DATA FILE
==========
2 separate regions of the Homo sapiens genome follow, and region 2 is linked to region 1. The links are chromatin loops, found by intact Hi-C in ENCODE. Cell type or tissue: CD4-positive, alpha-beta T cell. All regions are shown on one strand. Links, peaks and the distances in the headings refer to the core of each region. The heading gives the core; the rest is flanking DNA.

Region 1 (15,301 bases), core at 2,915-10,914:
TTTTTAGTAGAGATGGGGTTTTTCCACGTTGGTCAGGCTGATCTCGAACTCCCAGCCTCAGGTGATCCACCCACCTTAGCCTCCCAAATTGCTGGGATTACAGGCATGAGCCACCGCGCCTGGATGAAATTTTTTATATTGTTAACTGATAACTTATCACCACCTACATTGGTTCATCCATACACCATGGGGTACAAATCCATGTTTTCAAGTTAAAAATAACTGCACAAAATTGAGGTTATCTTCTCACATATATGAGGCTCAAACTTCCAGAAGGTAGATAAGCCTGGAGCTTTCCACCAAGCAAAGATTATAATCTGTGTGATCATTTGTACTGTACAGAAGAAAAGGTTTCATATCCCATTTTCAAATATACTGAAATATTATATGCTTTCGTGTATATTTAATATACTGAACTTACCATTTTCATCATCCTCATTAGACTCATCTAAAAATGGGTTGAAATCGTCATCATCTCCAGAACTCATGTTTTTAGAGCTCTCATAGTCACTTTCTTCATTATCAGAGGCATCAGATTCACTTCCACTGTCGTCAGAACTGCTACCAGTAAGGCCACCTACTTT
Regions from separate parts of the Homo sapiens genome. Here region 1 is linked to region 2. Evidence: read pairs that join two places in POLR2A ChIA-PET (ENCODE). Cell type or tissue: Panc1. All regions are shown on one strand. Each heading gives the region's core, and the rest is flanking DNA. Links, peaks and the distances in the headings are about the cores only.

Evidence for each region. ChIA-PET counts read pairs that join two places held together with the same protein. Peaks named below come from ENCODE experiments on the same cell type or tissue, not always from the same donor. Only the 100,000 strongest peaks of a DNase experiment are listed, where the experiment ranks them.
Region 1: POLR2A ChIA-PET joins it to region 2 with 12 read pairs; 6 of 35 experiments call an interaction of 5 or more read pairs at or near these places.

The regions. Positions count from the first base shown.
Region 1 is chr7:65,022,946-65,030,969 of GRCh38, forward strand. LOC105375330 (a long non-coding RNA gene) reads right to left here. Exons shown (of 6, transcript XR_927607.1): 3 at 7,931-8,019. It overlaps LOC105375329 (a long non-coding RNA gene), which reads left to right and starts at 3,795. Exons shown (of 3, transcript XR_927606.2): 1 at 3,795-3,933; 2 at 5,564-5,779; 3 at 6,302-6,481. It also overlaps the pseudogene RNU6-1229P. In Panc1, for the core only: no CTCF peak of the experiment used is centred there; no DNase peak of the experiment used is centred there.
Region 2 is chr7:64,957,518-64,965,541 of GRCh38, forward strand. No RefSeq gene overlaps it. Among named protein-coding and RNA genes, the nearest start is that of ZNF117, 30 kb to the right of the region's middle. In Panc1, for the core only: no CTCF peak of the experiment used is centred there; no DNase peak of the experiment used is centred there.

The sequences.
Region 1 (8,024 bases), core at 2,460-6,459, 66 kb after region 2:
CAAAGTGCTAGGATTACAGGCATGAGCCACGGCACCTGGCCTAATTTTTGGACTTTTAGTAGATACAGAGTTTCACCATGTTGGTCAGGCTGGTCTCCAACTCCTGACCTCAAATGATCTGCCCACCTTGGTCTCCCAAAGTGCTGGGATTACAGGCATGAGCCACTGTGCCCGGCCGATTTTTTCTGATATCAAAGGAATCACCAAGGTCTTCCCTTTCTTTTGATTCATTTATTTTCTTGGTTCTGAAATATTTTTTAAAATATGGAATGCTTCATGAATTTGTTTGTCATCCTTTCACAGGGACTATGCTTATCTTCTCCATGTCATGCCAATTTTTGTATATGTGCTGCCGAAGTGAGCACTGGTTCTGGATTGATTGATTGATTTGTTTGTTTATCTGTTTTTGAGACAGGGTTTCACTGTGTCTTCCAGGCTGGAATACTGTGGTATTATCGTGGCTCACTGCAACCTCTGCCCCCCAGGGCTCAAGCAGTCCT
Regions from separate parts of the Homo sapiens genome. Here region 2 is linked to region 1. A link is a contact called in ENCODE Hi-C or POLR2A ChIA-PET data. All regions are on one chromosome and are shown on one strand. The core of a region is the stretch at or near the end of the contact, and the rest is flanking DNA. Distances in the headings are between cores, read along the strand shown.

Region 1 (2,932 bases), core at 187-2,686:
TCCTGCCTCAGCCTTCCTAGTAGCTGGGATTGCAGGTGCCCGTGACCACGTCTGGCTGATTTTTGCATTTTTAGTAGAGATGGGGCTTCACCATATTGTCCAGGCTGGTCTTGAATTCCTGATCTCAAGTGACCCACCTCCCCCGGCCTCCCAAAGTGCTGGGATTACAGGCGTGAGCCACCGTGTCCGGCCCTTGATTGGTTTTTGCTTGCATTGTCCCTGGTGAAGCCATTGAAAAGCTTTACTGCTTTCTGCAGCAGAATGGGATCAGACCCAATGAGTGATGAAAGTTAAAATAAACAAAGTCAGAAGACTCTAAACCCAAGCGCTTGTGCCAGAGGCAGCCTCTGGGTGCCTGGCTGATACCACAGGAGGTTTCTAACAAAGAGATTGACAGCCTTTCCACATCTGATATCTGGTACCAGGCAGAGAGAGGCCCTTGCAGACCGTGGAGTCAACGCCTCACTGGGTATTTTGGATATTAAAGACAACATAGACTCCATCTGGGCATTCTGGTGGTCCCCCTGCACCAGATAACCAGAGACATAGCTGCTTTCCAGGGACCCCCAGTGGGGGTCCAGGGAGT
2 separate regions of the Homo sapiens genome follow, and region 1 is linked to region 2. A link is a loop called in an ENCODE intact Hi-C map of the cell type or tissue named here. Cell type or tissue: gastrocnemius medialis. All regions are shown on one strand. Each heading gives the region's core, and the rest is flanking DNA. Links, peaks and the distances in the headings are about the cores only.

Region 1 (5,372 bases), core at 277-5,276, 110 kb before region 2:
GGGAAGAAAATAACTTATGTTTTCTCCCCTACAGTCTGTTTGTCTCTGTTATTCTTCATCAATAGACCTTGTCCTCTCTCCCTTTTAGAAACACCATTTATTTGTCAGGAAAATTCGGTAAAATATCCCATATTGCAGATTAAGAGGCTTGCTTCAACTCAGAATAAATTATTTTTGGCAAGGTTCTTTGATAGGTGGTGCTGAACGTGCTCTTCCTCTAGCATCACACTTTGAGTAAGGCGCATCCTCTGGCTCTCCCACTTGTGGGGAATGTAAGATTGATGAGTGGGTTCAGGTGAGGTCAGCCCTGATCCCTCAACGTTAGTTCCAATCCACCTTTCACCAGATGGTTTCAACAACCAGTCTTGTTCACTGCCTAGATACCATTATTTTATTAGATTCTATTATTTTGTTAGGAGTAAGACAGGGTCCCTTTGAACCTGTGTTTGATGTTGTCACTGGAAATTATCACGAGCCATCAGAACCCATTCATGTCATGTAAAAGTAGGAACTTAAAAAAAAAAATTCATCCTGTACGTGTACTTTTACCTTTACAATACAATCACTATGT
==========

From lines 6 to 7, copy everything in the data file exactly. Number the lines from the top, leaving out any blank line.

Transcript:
Region 1: POLR2A ChIA-PET joins it to region 2 with 12 read pairs; 6 of 35 experiments call an interaction of 5 or more read pairs at or near these places.

The regions. Positions count from the first base shown.